I don't know if this was mentioned in the extensive discussion above, but some schools are turning down the tap. Our institution reduced admissions by close to 30%. The program directors got together and decided that three students per program per year was necessary maintain a viable graduate program. All grad programs recognize the Ph.D. problem, but from a slightly different perspective: we have to place all of these students into funded labs. That is becoming a serious challenge.

  • GAATTC says:

    I'm very capable in the lab and love bench work, so I could handle life without a grad student. Some PIs forget they can do bench work as well, and if data needs to be generated, then get it done. If reducing the number of grad students increases the chances of getting funded, I will happily trade my hours writing grants with data generation. I would miss training grad students however. Plus grad students will not leave you for medical school after you have spent six months training them. Don't shut off the tap, just turn it down drastically.

  • jipkin says:

    @spiny norman To add to your "other hand" analysis:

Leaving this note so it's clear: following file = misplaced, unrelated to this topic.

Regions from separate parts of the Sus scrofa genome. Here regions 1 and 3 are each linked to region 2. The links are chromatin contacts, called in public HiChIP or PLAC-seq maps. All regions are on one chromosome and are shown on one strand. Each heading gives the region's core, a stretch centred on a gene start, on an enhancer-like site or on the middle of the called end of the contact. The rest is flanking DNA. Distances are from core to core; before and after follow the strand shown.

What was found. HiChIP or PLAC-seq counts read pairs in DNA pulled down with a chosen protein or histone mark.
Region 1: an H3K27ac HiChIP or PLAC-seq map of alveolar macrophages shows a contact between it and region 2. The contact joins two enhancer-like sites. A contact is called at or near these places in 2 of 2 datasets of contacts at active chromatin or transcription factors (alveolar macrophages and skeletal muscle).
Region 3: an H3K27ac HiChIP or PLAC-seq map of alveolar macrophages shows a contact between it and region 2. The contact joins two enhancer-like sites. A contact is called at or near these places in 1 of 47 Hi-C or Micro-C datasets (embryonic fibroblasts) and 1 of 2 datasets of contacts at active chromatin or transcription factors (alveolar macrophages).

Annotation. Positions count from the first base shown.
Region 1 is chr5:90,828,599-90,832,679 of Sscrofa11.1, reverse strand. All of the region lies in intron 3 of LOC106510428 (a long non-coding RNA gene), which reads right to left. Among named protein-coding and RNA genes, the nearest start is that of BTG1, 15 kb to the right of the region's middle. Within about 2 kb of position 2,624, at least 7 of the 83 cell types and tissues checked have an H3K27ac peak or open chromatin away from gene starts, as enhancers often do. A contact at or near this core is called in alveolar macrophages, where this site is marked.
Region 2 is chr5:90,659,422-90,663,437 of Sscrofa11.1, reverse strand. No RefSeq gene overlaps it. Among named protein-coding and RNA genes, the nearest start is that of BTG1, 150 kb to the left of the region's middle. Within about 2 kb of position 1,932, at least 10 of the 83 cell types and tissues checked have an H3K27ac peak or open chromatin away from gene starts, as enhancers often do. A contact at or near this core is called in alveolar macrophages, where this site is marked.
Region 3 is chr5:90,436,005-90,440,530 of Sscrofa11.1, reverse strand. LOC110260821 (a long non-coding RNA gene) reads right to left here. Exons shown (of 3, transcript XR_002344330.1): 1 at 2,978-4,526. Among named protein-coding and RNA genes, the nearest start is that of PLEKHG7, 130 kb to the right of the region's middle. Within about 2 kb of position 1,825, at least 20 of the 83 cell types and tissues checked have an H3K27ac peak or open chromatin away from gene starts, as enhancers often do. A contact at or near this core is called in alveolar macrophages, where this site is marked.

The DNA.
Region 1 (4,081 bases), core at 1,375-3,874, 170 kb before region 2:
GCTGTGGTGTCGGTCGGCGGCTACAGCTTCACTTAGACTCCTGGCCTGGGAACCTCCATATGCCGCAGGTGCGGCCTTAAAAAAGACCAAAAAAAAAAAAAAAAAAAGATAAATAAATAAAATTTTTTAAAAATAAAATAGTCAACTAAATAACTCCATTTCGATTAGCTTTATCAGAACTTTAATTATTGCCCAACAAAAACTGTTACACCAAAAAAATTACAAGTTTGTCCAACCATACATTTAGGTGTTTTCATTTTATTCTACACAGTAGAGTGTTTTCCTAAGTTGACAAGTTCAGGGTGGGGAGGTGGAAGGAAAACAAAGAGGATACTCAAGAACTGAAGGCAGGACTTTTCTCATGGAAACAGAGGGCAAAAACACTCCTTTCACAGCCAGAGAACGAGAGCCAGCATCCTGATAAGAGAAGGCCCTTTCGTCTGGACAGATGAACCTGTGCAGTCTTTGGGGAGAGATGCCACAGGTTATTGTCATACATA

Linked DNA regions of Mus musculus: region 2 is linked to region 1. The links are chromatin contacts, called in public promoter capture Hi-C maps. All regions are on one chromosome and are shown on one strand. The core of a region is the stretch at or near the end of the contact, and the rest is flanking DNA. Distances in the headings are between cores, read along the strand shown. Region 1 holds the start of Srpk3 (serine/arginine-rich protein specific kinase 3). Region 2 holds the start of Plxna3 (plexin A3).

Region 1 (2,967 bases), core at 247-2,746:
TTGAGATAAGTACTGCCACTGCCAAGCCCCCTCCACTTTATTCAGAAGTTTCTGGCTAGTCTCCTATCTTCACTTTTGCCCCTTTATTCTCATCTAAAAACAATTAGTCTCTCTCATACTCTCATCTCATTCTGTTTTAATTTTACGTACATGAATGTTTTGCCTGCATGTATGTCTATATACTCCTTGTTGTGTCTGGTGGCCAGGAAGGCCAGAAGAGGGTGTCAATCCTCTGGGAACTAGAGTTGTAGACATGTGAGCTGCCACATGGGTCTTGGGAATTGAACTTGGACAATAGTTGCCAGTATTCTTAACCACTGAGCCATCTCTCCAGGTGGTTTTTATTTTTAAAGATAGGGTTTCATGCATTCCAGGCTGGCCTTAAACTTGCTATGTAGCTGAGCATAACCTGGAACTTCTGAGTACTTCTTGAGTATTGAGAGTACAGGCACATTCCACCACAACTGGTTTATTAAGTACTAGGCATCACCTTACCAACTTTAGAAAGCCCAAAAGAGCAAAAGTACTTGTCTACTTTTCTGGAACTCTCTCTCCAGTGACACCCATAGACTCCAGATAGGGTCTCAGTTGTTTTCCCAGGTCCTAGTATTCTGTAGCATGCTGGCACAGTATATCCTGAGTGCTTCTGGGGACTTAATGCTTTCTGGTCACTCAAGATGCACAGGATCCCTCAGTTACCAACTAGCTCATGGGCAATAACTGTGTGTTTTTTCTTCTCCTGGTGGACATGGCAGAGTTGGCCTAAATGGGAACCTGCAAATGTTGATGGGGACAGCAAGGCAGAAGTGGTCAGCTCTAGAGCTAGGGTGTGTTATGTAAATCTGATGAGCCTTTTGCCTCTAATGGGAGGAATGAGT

Is there any way we can consider grad school "free school"? If that's the case, then it should be training us for what we're going to be doing - and it plainly isn't. We're being trained to be academics, not consultants, industry techs, teachers, or writers. If that's how grad school operated, then maybe there's no complaining. But otherwise we have to see it for what it is: the bulk of the scientific labor force.

  • Spiny Norman says:

    @jipkin:

    I don't agree that education is necessarily vocational training. If that's what you're after, go to med school, apprentice as a plumber, train as medical technician, become an Oracle-certified database administrator, or enter ROTC.

    If you go after a Ph.D., look closely at your career prospects and think closely about your motives. I cannot think of a single field -- including engineering -- where a Ph.D. provides any guarantee of future employment within the field.